I have a requirement to write files to a Linux file system that can not be subsequently overwritten, appended to, updated in any way, or deleted. Not by a sudo-er, root, or anybody. I am attempting to meet the requirements of the financial services regulations for recordkeeping, FINRA 17A-4, which basically requires that electronic documents are written to WORM (write once, read many) devices. I would very much like to avoid having to use DVDs or expensive EMC Centera devices.
Is there a Linux file system, or can SELinux support the requirement for files to be made complete immutable immediately (or at least soon) after write? Or is anybody aware of a way I could enforce this on an existing file system using Linux permissions, etc?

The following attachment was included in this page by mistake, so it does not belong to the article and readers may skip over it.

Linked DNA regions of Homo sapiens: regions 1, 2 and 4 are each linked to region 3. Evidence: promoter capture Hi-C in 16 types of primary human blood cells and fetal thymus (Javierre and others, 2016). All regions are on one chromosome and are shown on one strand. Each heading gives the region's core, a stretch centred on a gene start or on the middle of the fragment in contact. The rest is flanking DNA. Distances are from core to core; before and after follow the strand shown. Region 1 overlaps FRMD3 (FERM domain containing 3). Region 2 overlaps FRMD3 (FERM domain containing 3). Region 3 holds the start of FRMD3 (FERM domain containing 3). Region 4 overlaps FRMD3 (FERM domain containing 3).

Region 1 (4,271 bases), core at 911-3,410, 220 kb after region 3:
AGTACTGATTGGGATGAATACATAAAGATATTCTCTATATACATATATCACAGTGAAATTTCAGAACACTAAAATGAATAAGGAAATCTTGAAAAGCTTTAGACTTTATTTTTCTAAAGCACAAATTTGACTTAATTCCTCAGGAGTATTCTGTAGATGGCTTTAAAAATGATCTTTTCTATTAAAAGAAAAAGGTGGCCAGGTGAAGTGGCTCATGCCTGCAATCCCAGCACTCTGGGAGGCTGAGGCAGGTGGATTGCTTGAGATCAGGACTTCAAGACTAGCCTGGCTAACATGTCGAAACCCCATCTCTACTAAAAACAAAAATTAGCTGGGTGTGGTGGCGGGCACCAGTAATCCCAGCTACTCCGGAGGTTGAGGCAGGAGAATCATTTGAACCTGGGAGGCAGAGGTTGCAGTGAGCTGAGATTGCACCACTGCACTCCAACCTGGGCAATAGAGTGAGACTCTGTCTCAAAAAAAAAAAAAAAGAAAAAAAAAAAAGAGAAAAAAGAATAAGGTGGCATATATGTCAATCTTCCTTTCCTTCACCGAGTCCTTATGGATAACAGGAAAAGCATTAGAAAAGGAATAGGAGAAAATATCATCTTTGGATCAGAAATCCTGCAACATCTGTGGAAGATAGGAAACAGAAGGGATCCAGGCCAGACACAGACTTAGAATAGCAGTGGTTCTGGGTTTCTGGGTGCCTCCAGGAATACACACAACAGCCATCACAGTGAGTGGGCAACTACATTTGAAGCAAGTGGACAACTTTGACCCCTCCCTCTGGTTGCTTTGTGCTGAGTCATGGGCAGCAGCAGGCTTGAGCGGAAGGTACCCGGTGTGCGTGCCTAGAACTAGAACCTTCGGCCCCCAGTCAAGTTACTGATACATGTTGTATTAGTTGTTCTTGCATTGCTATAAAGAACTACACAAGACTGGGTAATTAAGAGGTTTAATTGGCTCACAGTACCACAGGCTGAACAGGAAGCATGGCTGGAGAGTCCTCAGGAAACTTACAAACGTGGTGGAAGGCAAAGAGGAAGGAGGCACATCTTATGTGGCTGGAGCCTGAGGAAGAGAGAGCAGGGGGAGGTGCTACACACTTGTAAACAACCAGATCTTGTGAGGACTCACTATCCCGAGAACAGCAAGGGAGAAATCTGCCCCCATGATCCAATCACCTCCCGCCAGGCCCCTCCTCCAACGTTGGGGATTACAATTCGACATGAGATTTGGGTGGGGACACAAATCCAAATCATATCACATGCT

I understand that I can set readonly permissions, and the immutable attribute. But of course I expect that a root user would be able to unset those.
I considered storing data to small volumes that are unmounted and then remounted read-only, but then I think that root could still unmount and remount as writable again.
I'm looking for any smart ideas, and worst case scenario I'm willing to do a little coding to 'enhance' an existing file system to provide this. Assuming there is a file system that is a good starting point. And put in place a carefully configured Linux server to act as this type of network storage device, doing nothing else.
After all of that, encryption on the files would be useful too!